By Anthoney J. Andersen – Steroidal.com
When it comes to weight loss, you’ve probably heard the various speculations surrounding diet versus exercise.
Which one benefits you more? And do you have to combine the two in order to achieve the results you desire?
You can sleep soundly tonight knowing that the mystery regarding this age-old question will finally be answered once and for all.
In a country where more than one-third of American adults are classified as obese, it’s apparent that proper diet is not being taken as serious as it should.
According to the Centers for Disease Control and Prevention (CDC), the estimated annual medical cost of obesity in the U.S. was $147 billion in 2008. The medical costs were $1,429 higher than those of normal weight.
Obesity-related health conditions include heart disease, stroke, type-2 diabetes and certain types of cancer.
The only way to lose weight – and keep it off – is to control your caloric intake. You can workout everyday for two hours, but as long as you continue to consume fast food, or other processed foods high in saturated fats, exercising won’t do you much good.
“A pound of fat is 3,500 calories,” says Wayne Andersen, co-founder and medical director of the weight-loss program ‘Take Shape for Life’.
“Running a marathon burns 2,600 calories,” Andersen continues, “That’s how ineffective exercise is for losing weight.”
Now, nobody’s steering away from the fact that exercise is indeed an important commodity to incorporate into one’s lifestyle, but it’s clear that the scale tips in the direction of diet when it comes to weight loss.
“It’s so easy to consume large doses of calories when something like a burger and fries can have more than 1,200 calories,” says Angela Fitch, director of Medical Weight Loss at the University of Cincinnati Health Weight Loss Center.
“The only way you’re going to lose weight is to be more mindful of your calories, because as Americans, we are notoriously poor at estimating how many calories we consume,” says Fitch.
According to WebMD, weight loss is generally 75 percent diet and 25 percent exercise.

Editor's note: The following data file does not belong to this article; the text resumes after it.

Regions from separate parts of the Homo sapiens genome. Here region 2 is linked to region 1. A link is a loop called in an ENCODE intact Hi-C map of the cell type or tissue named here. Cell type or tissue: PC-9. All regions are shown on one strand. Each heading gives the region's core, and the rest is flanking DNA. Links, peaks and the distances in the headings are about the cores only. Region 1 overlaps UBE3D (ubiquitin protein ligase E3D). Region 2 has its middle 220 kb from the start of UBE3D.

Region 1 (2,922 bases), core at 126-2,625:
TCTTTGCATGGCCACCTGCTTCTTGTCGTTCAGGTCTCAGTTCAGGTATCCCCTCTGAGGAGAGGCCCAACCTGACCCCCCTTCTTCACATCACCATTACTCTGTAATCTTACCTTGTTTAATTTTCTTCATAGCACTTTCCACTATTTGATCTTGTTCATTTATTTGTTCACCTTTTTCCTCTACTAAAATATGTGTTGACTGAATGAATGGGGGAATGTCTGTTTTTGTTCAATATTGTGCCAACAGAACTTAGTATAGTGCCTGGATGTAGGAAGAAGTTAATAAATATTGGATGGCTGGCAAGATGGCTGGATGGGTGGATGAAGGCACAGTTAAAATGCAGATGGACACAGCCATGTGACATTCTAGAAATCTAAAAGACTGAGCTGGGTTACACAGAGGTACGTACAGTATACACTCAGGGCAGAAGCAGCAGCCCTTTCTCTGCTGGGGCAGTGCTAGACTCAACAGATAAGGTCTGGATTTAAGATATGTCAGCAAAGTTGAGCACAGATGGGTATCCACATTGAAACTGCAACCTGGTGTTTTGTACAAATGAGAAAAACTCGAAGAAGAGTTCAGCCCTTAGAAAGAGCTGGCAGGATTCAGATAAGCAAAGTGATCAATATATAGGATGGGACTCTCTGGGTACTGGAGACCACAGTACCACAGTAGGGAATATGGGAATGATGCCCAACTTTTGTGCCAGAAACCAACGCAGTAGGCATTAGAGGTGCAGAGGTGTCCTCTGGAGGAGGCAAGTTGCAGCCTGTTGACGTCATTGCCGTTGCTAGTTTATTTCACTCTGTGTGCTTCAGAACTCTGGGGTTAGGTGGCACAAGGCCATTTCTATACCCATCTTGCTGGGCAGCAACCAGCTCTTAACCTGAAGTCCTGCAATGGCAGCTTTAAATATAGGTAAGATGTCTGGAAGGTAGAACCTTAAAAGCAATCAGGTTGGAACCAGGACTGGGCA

An analysis of more than 700 weight loss studies concluded that people who dieted without exercising for 15 weeks lost 23 pounds. However, the individuals that focused solely on exercise and little on diet, lost only six pounds in just over 21 weeks.
“It’s much easier to cut calories than to burn them off,” says Shawn M. Talbott, PhD, nutritionist biochemist and former director of the University of Utah Nutrition Clinic.
“For instance, if you eat a fast food quesadilla, which can contain upwards of 500–plus calories, you would then need to run more than four miles to ‘undo’ the damage.”
THE “X” FACTOR
In conjunction with proper diet and nutrition, regular exercise can help manage your weight, while helping you tone and increase muscle mass.
When a person engages in physical activity, their body burns calories. The more intense the activity, the more calories the body will burn.
Unfortunately for most people, going to the gym is often an excuse for them to eat junk food that is high in calories and fat.
“When you go to the gym and burn off 400 calories and then go and eat a 1,000 calorie dinner, you simply wasted your time,” says Andersen.
One vice that a lot of people can admit to engaging in – especially after a long workweek – is alcohol consumption. Fitch advises people to eliminate beer from their diet.
“A craft beer can have upwards of 500 calories,” she says. “It’s easy to drink that in 10 minutes, but it’s not easy to burn off. A person would have to walk for two to three hours, or spend more than an hour on the bike in order to work those calories off.”
Another way of looking at the health spectrum when it pertains to diet and exercise, is to see how those ‘empty’ calories compare to the calories in healthy food.
“For example, 500 calories is a lot apples,” says Fitch. “ You’d be extremely full after eating that much fruit, but you wouldn’t feel full if you drank those calories in a beer.”
When it comes down to it, losing weight can be a very daunting and challenging endeavor to embark on. Every little thing you do in the name of diet and exercise is a small victory for your body.
The experts proclaim that focusing more on your diet has the greater effect on weight loss. However, when combined with regular exercise (three to four days a week recommended) can leave you feeling good and giving your body the energy it needs to propel forward toward a long and fruitful life.
Sky’s the limit.